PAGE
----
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Telemedicine allows a dermatologist to provide care during the coronavirus pandemic to a melanoma survivor with a rare autoimmune condition.
Jennifer Bowers’ story
I’m fair-skinned with freckles and red hair. I grew up in the 1970s when sunscreen was not yet widely used, and I was sunburned countless times as a kid.
Just six months after my regular skin check with dermatologist Dr. Janet Lin [a board-certified dermatologist at U.S. Dermatology Partners] where everything looked normal, my husband noticed a spot at the top of my back. Dr. Lin’s follow-up biopsy revealed melanoma, and given the size and depth of the lesion, she referred me to a melanoma specialty clinic.
Dr. Lin was on the phone with the specialty clinic the same day I went in for the visit to ensure my care experience was seamless. The coordination between her and the specialty clinic was incredible. I’m an oncology nurse, so I know that level of coordination is not always guaranteed.
My team at the clinic included an oncologist, dermatologist, and surgeon who all specialize in melanoma, as well as a plastic surgeon, who was luckily able to close the large excision without a skin graft. After two lymph nodes tested positive for cancer cells, I began a year of immunotherapy infusions.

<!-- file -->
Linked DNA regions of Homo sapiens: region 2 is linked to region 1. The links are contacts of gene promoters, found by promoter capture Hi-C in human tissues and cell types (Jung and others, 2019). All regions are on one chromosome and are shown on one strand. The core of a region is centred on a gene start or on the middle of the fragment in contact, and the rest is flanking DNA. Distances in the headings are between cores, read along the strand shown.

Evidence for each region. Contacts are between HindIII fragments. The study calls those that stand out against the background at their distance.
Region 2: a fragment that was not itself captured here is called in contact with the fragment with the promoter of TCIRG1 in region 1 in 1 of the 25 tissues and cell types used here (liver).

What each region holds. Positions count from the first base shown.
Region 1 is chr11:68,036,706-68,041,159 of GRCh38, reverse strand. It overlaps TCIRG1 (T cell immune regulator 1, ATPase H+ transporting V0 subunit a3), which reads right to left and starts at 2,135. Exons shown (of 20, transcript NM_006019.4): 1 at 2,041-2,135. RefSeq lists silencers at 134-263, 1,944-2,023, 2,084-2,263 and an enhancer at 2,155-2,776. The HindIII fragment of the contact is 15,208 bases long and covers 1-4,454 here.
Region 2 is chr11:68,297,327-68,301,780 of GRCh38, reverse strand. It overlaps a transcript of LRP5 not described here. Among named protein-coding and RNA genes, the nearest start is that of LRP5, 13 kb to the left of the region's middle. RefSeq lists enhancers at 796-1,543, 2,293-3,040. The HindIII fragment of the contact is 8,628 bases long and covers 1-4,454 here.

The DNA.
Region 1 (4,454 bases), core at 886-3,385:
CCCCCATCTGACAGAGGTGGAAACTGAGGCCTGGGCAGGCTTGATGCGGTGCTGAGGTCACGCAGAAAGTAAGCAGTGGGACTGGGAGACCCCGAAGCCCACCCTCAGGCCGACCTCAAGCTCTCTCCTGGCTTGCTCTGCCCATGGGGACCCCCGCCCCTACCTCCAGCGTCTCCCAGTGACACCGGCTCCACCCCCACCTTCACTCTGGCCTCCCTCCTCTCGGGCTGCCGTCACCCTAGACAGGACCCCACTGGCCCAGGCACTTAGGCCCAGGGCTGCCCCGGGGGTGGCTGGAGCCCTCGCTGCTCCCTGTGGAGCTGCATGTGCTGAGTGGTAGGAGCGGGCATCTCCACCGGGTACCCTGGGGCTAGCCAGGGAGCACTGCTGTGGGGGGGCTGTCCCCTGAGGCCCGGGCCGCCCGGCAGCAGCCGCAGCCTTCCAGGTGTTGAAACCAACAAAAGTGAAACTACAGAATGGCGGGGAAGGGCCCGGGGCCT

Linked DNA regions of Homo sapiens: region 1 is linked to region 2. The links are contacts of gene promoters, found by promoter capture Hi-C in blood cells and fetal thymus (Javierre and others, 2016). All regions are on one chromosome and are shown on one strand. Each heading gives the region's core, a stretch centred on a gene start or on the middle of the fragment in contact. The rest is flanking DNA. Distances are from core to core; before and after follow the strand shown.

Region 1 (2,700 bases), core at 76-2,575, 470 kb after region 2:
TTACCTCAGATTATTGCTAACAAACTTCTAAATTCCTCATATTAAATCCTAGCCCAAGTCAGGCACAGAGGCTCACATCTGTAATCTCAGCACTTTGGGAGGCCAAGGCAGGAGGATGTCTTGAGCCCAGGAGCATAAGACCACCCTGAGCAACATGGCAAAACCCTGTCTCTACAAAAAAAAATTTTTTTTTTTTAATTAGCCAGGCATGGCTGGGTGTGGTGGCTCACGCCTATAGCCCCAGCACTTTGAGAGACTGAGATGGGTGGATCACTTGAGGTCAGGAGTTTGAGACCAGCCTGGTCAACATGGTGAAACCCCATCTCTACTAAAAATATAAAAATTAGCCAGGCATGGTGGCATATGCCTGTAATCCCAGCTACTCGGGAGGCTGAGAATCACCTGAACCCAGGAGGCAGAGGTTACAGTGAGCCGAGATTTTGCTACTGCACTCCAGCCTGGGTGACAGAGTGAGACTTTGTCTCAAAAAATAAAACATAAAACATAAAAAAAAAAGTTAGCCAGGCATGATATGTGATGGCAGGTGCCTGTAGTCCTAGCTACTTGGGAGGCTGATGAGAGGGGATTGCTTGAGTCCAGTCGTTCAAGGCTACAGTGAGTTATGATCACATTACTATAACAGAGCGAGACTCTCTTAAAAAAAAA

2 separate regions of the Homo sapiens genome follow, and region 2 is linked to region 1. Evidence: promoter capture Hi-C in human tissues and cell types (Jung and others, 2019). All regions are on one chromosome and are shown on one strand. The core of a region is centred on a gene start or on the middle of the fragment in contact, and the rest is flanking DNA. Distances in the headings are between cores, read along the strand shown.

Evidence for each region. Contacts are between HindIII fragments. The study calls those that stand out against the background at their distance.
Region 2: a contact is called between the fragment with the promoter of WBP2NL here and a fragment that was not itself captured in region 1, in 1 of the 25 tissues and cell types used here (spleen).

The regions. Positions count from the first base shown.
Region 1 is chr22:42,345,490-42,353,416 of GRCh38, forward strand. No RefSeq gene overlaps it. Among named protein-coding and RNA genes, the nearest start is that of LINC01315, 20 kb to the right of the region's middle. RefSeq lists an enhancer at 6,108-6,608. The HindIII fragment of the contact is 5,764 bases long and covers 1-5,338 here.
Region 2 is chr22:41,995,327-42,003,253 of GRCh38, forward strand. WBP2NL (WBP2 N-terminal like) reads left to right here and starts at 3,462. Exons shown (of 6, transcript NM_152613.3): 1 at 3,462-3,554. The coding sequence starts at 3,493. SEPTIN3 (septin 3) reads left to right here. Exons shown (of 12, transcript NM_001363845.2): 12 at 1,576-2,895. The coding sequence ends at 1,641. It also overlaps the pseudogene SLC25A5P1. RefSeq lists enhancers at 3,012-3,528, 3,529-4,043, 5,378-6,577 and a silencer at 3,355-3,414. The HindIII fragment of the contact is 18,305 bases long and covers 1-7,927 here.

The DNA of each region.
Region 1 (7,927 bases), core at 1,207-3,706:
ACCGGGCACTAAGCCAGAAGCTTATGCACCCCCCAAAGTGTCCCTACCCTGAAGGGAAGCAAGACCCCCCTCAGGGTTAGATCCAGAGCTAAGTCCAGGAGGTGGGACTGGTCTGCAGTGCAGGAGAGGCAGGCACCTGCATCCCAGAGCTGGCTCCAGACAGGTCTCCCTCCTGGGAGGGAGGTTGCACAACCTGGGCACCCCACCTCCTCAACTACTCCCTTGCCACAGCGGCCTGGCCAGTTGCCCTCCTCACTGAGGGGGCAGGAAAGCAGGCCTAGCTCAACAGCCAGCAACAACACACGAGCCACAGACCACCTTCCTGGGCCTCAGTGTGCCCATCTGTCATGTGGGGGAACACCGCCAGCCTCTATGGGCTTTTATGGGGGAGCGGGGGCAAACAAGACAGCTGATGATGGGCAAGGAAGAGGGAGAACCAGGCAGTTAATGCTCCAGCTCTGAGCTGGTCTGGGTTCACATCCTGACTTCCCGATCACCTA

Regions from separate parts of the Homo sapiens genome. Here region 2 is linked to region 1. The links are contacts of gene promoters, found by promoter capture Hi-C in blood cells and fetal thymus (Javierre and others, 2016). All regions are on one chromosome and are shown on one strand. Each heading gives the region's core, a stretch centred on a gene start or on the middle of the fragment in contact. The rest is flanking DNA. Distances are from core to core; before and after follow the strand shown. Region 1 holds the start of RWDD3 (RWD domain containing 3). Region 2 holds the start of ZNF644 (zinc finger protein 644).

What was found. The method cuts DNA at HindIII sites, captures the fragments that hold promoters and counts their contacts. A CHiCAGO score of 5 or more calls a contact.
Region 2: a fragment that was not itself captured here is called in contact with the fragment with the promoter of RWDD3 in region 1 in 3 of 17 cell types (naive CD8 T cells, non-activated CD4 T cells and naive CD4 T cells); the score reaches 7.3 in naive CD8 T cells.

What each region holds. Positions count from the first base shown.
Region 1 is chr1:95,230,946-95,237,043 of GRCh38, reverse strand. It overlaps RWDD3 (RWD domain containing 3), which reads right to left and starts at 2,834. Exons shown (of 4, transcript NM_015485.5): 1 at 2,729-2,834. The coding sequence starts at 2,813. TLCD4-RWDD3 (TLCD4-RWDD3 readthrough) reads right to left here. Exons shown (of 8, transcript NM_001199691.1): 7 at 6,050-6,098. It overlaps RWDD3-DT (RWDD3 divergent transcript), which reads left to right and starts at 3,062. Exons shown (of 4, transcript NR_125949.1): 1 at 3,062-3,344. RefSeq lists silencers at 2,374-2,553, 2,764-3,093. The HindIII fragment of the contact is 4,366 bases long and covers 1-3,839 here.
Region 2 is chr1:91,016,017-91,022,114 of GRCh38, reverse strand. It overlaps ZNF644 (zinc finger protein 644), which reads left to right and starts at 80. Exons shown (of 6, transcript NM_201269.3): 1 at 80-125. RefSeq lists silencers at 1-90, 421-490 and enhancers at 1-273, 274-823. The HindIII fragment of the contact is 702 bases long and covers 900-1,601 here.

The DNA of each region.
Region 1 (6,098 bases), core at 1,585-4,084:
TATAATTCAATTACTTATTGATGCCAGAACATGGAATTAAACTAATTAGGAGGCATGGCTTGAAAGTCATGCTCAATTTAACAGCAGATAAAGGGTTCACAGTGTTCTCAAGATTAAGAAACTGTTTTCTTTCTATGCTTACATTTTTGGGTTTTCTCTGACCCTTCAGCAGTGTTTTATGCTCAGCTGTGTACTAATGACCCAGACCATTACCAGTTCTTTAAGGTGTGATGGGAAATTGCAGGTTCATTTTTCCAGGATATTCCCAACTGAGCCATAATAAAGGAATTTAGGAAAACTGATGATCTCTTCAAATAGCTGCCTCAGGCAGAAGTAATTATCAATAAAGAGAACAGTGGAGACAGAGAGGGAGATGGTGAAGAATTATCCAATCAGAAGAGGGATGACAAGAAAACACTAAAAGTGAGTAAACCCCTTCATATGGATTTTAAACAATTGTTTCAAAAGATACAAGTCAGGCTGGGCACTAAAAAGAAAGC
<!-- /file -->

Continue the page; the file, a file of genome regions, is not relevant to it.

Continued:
Shortly after I finished the immunotherapy, I developed severe sores in my mouth, followed by a rash. I was diagnosed with erythema multiforme major, an autoimmune condition likely caused by the immunotherapy treatment.
I began self-isolating in January 2020 because of my compromised immune system, before COVID-19 was a widespread concern in the United States. My check-ins with Dr. Lin are now virtual as she tapers me off the steroids I take to control the autoimmune condition, which she and I hope will eventually subside. I am incredibly grateful that Dr. Lin quickly transitioned my care to telemedicine. Given my compromised immune system, if Dr. Lin weren’t able to provide effective care remotely, I don’t know how I would safely get the treatment I need during the coronavirus pandemic, which looks likely to last months if not longer. But as a nurse, I’m also frustrated that I can’t help during this crisis. I see my friends, colleagues, and family putting their lives on the line every day to fight COVID-19. It breaks my heart that I can’t do the work I trained for by helping others in their time of need.
Source: American Academy of Dermatology Association – Caring for an Autoimmune Patient During a Pandemic